Giving background to the Office of the Public Protector, Ms Madonsela said that her office entered the constitutional democracy architecture in 1995 with the basis been laid in the interim Constitution of 1993. She said the Public Protector is established by s 181 of the Constitution to strengthen constitutional democracy.  She added – ‘we can agree that the Public Protector helps the people exact accountability on those they’ve entrusted with public power and control over public resources. For the majority of the thousands of cases, being 40 000 this year and over 33 thousand last year, we pursue our mandate through a quiet conversation with relevant organs of state. You can refer to it as “whispering truth to power”’.

Ms Madonsela said that there is a prospect of partnership between her office and the legal profession. ‘Prospects for the future include sharing training experiences with my team, participating in selected investigations, pro bono work when a matter goes on review and referrals to the law society of matters involving alleged improper conduct by lawyers. Lawyers can also report wrongdoing if not in breach of client attorney privilege.’

The law firm of the future

After the keynote address, a panel discussed developments and trends in IT and the electronic environment. The panelists included Fred Baumhardt from Microsoft and member of the LSSA’s E-Law Committee, Brendan Hughes. The panel discussion emphasised the importance of having the best available software and hardware to run a profitable law firm that can render services faster and therefore help curb exorbitant legal fees.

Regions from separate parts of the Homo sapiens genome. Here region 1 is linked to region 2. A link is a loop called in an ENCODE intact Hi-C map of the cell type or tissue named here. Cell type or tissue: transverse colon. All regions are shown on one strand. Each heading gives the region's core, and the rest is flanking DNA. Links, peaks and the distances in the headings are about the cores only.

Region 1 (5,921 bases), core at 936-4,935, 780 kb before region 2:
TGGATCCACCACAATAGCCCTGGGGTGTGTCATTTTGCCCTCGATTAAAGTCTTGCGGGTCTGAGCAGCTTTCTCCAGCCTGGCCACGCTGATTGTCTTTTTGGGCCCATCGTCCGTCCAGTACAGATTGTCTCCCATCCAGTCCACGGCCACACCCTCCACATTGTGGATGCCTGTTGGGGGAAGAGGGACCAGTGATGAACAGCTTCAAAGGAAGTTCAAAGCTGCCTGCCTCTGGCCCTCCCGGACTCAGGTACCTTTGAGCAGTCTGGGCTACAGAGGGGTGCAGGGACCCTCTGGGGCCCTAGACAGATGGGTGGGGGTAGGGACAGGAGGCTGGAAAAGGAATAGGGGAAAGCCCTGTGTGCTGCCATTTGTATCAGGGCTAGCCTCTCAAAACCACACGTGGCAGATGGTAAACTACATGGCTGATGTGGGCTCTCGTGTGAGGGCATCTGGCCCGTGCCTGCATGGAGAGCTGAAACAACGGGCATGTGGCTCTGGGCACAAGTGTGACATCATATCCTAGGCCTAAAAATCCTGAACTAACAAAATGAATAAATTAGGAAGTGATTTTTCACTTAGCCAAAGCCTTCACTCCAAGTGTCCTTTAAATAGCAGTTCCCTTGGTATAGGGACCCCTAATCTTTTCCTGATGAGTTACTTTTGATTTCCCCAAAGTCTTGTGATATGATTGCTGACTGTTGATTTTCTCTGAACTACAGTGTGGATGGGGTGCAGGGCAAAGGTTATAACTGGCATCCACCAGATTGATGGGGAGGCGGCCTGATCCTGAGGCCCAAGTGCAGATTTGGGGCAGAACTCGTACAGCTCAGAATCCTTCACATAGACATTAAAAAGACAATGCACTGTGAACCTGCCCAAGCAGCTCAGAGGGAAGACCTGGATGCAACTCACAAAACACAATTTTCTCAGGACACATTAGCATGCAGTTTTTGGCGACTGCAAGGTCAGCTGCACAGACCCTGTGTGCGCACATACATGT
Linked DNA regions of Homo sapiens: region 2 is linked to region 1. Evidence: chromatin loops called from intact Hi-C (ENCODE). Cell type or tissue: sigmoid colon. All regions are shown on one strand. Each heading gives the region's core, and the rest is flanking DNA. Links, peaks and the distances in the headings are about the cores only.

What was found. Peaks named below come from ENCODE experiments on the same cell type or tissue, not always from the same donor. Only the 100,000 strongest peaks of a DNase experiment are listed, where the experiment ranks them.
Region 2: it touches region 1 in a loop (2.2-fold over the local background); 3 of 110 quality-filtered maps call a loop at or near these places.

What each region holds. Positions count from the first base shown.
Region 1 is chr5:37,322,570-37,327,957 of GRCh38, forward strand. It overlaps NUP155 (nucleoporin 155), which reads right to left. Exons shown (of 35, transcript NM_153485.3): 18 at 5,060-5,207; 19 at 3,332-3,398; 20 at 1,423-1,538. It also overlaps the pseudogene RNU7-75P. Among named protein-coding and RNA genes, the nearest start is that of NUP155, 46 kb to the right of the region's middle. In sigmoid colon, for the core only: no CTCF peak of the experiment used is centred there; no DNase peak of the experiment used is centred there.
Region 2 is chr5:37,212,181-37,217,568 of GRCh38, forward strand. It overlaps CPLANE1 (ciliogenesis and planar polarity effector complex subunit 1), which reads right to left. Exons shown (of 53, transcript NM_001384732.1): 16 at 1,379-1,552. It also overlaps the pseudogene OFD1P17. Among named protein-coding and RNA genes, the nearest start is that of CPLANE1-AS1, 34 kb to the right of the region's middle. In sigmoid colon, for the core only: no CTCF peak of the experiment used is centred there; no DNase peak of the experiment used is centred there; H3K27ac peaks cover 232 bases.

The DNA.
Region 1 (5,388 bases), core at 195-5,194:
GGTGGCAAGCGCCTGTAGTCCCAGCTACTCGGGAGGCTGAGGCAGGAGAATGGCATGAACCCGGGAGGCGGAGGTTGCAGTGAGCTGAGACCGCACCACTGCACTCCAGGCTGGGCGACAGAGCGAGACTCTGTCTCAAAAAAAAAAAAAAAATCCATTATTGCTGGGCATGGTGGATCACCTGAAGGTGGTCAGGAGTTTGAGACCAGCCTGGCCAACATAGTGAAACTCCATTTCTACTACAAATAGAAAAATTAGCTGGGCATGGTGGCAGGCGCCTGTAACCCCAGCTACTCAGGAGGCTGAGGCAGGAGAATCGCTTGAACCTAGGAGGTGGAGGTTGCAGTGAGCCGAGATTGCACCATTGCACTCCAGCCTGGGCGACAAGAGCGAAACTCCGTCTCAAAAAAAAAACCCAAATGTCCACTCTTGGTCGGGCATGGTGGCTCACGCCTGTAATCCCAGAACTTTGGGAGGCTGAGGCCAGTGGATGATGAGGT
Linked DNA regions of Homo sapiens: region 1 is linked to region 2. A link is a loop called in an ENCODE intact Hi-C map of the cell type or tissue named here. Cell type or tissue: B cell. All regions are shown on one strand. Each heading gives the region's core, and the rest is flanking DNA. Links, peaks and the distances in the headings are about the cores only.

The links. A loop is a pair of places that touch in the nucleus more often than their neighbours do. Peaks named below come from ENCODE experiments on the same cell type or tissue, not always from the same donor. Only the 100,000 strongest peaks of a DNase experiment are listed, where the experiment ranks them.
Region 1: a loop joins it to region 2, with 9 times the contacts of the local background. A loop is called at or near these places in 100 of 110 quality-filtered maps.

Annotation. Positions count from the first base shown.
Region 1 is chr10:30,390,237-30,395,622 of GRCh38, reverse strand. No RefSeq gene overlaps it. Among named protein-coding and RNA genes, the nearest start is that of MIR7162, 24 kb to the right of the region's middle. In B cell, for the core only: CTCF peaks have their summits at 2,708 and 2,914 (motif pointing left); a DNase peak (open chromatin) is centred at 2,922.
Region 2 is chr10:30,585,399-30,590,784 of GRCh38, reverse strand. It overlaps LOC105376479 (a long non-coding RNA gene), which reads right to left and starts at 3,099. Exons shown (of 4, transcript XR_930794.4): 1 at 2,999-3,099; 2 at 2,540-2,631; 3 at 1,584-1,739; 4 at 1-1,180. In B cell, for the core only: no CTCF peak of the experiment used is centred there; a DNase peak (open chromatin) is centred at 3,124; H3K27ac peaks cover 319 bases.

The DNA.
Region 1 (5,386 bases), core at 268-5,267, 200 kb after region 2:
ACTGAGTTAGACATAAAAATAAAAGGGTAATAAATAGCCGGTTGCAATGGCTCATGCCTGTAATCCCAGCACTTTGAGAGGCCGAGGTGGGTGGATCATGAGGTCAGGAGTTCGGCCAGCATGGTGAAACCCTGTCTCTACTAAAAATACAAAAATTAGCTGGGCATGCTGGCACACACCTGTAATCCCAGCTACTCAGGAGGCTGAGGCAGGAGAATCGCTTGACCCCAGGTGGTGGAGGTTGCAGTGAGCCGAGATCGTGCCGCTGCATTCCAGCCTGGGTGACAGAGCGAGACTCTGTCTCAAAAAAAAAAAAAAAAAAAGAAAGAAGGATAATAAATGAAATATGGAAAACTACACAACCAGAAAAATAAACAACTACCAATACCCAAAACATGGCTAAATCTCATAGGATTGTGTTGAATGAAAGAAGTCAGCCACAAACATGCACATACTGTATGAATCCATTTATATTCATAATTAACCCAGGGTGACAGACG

Mr Baumhardt said that in the future technology will be determined by the user, adding that the effectiveness of any attorney will depend on their IT literacy. Speaking on the direction IT will take he said: ‘Cloud computing is going to be a transformational element in terms of what you are going to be able to expect. You are going to subscribe to a technology that you need, just in time, you are going to get it in seconds, and you need to get it in seconds, and once you have  finished with it you can take the app off or you can take the discussion off.’

Mr Hughes spoke about one of the project that the LSSA has initiated, which is the E-signature project. He said: ‘The E-signature project is basically a project that is designed to assist attorneys in getting digital signatures that they can apply to documents electronically that can identify who that document was signed by; can identify whether that person is a practising attorney, a notary or a conveyancer; can identify whether that document had since the time the signature was applied been altered or edited in any way. And can also encrypt the communications within that document during the course of transmission, so that if intercepted, they cannot actually be viewed if necessary.’

Mapula Thebe, mapula@derebus.org.za

This article was first published in De Rebus in 2014 (May) DR 7.

De Rebus